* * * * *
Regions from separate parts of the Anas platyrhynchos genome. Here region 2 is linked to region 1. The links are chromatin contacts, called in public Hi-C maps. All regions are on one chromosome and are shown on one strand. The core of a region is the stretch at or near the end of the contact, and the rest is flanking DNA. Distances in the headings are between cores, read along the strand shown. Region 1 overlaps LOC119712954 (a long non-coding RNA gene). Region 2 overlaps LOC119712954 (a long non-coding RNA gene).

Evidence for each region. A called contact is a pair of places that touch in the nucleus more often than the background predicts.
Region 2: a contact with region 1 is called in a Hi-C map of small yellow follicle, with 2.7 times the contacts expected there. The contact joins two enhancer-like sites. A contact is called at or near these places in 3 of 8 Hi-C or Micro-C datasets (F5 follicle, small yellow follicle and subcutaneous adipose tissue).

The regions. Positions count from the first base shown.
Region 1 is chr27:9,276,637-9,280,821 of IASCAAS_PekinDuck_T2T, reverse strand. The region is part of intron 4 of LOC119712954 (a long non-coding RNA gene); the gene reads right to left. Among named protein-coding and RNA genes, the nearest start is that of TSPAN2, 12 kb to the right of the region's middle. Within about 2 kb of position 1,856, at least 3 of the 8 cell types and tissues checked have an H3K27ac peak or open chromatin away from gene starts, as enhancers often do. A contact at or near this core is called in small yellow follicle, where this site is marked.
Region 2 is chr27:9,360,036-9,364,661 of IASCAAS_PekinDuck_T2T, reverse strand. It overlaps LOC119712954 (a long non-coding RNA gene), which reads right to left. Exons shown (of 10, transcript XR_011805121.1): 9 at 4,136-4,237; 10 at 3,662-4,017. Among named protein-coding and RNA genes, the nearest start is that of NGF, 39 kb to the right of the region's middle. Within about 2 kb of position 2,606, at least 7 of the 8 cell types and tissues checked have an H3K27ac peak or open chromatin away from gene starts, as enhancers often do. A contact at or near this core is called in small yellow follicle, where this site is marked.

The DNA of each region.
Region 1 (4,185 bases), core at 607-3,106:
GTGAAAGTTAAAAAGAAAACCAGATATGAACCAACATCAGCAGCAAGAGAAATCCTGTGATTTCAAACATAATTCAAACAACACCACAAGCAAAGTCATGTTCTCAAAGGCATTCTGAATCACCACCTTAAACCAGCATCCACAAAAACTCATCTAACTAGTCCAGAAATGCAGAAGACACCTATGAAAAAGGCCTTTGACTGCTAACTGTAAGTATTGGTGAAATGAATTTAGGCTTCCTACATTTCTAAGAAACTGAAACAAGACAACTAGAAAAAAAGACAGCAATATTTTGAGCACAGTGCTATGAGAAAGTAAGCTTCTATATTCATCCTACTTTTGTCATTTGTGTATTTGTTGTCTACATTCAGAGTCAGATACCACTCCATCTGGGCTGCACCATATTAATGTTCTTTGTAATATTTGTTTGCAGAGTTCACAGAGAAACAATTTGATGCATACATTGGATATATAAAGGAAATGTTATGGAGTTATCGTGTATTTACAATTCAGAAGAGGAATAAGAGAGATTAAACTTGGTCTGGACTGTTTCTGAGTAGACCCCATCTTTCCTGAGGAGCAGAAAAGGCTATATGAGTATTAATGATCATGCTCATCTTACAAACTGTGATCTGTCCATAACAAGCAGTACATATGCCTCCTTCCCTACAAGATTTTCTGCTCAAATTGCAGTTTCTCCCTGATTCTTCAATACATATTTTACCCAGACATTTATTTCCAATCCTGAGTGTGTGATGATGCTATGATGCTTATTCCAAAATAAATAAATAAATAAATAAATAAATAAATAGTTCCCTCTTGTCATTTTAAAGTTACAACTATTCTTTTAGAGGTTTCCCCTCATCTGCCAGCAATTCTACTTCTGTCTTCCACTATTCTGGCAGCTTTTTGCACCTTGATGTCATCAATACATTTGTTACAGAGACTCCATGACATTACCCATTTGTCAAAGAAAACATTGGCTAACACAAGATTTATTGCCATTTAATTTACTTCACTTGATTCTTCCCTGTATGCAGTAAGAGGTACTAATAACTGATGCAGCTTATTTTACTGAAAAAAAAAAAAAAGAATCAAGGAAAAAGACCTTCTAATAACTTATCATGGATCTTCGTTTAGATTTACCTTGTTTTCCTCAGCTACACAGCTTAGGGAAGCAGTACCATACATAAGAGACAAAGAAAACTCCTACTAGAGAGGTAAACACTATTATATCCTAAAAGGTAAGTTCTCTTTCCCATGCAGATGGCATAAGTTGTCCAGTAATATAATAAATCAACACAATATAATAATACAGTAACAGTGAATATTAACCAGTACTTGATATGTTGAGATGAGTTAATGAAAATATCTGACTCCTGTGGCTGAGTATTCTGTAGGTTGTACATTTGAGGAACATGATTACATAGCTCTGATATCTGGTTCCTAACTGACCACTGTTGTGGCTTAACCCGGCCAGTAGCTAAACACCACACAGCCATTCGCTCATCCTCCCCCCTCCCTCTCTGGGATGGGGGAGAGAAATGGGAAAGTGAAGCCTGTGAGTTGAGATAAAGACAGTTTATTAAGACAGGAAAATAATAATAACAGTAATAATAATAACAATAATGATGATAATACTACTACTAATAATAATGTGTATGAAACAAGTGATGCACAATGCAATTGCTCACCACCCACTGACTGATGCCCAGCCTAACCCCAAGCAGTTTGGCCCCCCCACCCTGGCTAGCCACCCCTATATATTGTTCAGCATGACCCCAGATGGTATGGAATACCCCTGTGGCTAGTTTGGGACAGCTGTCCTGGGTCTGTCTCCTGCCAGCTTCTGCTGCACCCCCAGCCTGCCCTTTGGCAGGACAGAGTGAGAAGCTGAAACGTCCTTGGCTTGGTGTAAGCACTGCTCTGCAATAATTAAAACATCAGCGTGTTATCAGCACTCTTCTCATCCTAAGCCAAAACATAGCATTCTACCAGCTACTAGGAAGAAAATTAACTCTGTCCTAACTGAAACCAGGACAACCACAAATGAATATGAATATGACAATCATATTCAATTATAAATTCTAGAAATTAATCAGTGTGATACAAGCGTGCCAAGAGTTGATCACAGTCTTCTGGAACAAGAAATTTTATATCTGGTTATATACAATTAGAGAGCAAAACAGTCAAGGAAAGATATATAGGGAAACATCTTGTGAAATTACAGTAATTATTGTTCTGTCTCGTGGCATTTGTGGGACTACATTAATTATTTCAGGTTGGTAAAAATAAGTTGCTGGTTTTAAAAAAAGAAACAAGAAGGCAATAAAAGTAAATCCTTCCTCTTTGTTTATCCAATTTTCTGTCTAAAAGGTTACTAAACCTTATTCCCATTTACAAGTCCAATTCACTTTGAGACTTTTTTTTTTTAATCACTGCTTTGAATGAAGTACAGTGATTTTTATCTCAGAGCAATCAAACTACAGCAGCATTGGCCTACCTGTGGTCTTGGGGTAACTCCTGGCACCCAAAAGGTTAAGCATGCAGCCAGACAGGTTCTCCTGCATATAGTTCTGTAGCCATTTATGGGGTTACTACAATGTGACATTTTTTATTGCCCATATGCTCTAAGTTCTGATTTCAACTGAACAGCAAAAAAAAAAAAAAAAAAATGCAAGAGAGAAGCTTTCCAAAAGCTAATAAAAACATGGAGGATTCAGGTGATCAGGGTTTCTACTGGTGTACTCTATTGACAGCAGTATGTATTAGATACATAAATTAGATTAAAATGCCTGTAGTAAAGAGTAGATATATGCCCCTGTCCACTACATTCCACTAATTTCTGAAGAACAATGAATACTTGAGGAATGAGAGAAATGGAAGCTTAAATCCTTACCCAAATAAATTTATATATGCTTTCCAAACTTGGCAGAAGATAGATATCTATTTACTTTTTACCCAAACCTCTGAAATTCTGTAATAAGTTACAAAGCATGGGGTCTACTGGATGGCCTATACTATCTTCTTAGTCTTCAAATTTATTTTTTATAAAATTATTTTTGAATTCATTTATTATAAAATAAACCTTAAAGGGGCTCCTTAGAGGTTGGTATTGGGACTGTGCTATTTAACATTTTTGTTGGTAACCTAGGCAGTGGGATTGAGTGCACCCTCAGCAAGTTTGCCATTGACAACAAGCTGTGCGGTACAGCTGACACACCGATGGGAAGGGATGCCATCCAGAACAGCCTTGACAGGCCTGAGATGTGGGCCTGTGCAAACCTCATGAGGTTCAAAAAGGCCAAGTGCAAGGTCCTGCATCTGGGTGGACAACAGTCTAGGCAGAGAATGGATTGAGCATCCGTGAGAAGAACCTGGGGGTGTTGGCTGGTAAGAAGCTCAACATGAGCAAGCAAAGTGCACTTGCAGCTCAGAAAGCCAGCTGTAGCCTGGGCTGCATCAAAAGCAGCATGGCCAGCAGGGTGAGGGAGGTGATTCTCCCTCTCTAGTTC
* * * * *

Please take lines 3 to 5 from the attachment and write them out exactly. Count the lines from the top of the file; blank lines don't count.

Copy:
Region 2: a contact with region 1 is called in a Hi-C map of small yellow follicle, with 2.7 times the contacts expected there. The contact joins two enhancer-like sites. A contact is called at or near these places in 3 of 8 Hi-C or Micro-C datasets (F5 follicle, small yellow follicle and subcutaneous adipose tissue).

The regions. Positions count from the first base shown.
Region 1 is chr27:9,276,637-9,280,821 of IASCAAS_PekinDuck_T2T, reverse strand. The region is part of intron 4 of LOC119712954 (a long non-coding RNA gene); the gene reads right to left. Among named protein-coding and RNA genes, the nearest start is that of TSPAN2, 12 kb to the right of the region's middle. Within about 2 kb of position 1,856, at least 3 of the 8 cell types and tissues checked have an H3K27ac peak or open chromatin away from gene starts, as enhancers often do. A contact at or near this core is called in small yellow follicle, where this site is marked.